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Redfish Popping Cork Rig
Having a redfish popping cork rig and the knowledge of how to fully capitalize on all the it offers is perhaps the most basic, yet lethal, tools to have in your redfish or red drum fishing arsenal. The versatility a popping cork rig provides can be the difference on certain days. When it is a little windy outside and maybe the tides are a little heavier, a bobber or strike indicator will really help you keep your bait in the strike zone. With this In The Spread fishing video, Capt. William Toney is going to break down how he approaches taking advantage of what a cork offers. This is a windy day following a big storm system and the water is rising and falling more the usual. Learn how to free line live shrimp using a cork rig for red fish. William Toney oozes inshore fishing knowledge. He is a fourth generation hunting and fishing guide from Homosassa, Florida. There is perhaps nobody that knows the inshore saltwater fishing of the nature coast and big bend area of Florida better than he does.
Why would you want to use a popping cork rig with your redfish bait? It makes free lining baits far more precise. You can keep the bait at the right depth in the water column. You can see the cork go down, which tells you when the redfish strikes the bait. Now, there are all sorts of corks, bobbers, strike indicators, as such on the market. It is probably the first thing you ever used fishing. For this particular instructional fishing video, William is using a popping cork rig. Redfish popping cork rigs do more than just indicate when you are getting a bite. The surface noise they make attracts other fish. Sea trout, redfish, snook, flounder and other inshore fishing species can't resist investigating the commotion the popping cork makes. They noise and vibration they make mimics another fish striking the surface. Cork color can make a difference, so see what colors William prefers.
For red fish fishing, with the weather being a tad dicey, the visual element of this redfish rig is key. William Toney is going to show you his popping cork rig for red drum, for use when running a controlled drift along a series of keys where the redfish setup when moving in with the tide. This red drum rig allows him to manage the movement of the bait, the drift speed and depth where the bait needs to be situated. By free lining a bait without a cork rig, you are left to guess where the bait is, at all times. And, as in our case, if the bottom is craggy and snaggy, keeping the bait off the bottom is critical. You can control all these elements by using a popping cork rig for redfish.
We will examine various hook styles for cork rigs and which William prefers. Anything from a circle hook, j hook or a jig head will work. With our given conditions, where it is windy and the tides are heavier than normal, the cork rig will tend to move faster through the water, causing the bait to get towed or rise up in the water column away from the fish. Even if you hold the cork in place, the water movement can sweep the bait up. A weighted jig head can help prevent this, by keeping the bait down below the cork.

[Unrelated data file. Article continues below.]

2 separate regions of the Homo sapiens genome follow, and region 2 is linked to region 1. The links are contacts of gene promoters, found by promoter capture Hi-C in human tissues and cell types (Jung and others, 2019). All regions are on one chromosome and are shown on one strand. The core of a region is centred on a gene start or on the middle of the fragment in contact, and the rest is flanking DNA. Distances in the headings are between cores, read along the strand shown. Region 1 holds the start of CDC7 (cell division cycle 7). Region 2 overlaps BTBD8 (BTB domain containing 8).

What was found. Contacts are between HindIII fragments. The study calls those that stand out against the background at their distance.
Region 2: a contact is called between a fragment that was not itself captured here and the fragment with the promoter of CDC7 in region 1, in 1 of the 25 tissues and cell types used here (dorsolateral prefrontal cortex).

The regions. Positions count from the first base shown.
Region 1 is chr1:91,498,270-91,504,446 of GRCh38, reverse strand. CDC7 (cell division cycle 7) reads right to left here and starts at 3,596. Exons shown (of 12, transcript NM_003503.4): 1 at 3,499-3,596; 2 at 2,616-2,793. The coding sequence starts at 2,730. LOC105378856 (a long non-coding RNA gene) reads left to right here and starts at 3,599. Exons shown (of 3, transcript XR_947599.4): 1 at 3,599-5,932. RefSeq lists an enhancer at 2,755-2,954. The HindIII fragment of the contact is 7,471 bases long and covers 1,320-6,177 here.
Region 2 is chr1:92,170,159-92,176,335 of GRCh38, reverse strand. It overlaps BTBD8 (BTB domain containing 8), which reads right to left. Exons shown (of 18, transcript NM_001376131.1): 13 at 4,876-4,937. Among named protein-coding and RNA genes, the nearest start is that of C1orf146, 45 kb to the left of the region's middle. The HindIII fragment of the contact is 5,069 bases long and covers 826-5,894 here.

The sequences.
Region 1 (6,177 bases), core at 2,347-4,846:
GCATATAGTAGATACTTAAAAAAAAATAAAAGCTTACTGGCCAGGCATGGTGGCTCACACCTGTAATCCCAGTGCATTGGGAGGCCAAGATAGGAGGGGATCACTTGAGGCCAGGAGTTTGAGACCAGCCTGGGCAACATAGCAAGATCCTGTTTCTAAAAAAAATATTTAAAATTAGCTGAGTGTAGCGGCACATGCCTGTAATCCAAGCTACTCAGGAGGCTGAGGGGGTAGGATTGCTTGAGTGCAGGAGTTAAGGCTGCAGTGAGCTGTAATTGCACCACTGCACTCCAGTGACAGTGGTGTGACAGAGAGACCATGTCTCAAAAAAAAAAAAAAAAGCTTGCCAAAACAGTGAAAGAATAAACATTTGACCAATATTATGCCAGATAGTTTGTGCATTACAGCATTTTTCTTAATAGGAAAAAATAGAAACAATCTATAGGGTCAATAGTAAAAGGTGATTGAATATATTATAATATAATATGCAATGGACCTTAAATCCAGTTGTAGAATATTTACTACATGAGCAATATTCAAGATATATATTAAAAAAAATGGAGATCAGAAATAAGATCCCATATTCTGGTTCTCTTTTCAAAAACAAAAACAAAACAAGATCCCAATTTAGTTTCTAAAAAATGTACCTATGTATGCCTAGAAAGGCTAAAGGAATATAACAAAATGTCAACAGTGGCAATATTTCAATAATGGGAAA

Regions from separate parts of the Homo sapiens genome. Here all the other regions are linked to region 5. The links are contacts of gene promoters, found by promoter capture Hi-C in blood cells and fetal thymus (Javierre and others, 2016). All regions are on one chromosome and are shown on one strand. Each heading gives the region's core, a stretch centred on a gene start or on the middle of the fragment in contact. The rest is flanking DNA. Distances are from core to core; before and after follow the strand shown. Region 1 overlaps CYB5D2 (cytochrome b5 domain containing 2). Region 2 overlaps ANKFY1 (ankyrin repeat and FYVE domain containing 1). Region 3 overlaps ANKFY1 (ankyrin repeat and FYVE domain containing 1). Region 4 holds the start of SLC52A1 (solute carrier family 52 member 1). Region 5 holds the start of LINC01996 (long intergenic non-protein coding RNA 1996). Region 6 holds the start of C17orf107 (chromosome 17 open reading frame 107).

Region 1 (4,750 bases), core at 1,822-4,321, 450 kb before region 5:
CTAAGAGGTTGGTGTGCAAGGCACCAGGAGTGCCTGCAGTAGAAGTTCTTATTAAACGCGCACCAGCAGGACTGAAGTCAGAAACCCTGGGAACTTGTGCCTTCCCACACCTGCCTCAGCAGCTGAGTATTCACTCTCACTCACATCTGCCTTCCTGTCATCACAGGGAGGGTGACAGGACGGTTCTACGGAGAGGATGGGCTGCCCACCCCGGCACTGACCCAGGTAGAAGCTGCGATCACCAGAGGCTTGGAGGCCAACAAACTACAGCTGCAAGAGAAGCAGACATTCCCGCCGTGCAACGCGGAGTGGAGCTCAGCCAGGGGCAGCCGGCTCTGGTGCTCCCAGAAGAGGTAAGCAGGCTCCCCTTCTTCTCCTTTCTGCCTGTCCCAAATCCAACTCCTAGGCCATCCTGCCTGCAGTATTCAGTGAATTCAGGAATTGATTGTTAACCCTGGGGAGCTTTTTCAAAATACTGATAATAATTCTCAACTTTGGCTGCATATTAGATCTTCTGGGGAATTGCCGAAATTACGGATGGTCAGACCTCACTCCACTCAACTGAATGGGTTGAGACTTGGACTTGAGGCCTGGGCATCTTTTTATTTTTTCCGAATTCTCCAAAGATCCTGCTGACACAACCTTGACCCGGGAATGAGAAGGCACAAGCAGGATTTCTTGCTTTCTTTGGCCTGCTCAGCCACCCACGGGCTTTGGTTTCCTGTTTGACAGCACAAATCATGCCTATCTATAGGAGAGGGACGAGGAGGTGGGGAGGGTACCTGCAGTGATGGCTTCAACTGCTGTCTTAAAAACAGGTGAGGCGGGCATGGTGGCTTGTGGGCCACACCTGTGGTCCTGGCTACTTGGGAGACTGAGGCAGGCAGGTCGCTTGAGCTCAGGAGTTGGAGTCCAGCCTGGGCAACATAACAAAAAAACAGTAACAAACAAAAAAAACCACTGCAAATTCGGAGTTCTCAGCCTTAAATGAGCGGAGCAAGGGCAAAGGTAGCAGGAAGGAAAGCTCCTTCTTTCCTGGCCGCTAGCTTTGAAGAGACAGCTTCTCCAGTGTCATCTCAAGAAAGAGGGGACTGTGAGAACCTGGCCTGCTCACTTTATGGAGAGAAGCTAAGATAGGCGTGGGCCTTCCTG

Since William spends the vast majority of his days on the water, he knows which bait happens to be working best this time of year. You can use shrimp, cut mullet, cut pinfish or live pinfish to catch redfish this way. For this video, shrimp happened to be the more productive bait, so that will be our area of focus. William will cover how to hook live shrimp through either the head or the tail and the benefits of each hooking point. For casting, hooking shrimp through the tail is better, as all the weight is in the head. You will learn how to keep shrimp alive all day, without the use of a live well.
Learn casting techniques, how to keep bait in the strike zone and how to keep the belly out of your line. In windy conditions, a bow or a belly can develop, can hinder your ability to set the hook. William has a few simple red fish fishing techniques to help.
One of the most important aspects of saltwater fishing you have to deal with is tides. If you have ever watch any of Capt. William Toney's other fishing video or attended one of his seminars, you know how he talks a lot about tides and how to work them. Knowing how to fish the tides, for a given inshore fishing species, is a big factor in your success. Knowing how fish respond to tides and being able to efficiently work the water movement is huge. William will share his experience of staging yourself in ideal fishing areas and moving with the tide.
Take the information shared in this redfish fishing video and be a smarter angler. Learning fishing tips and techniques from super accomplished fishermen is the best way to advance your skill set and catch more redfish. Get out on the water and apply what you learn at In The Spread. We want you to be the smartest angler you can be.
Total time: 48:39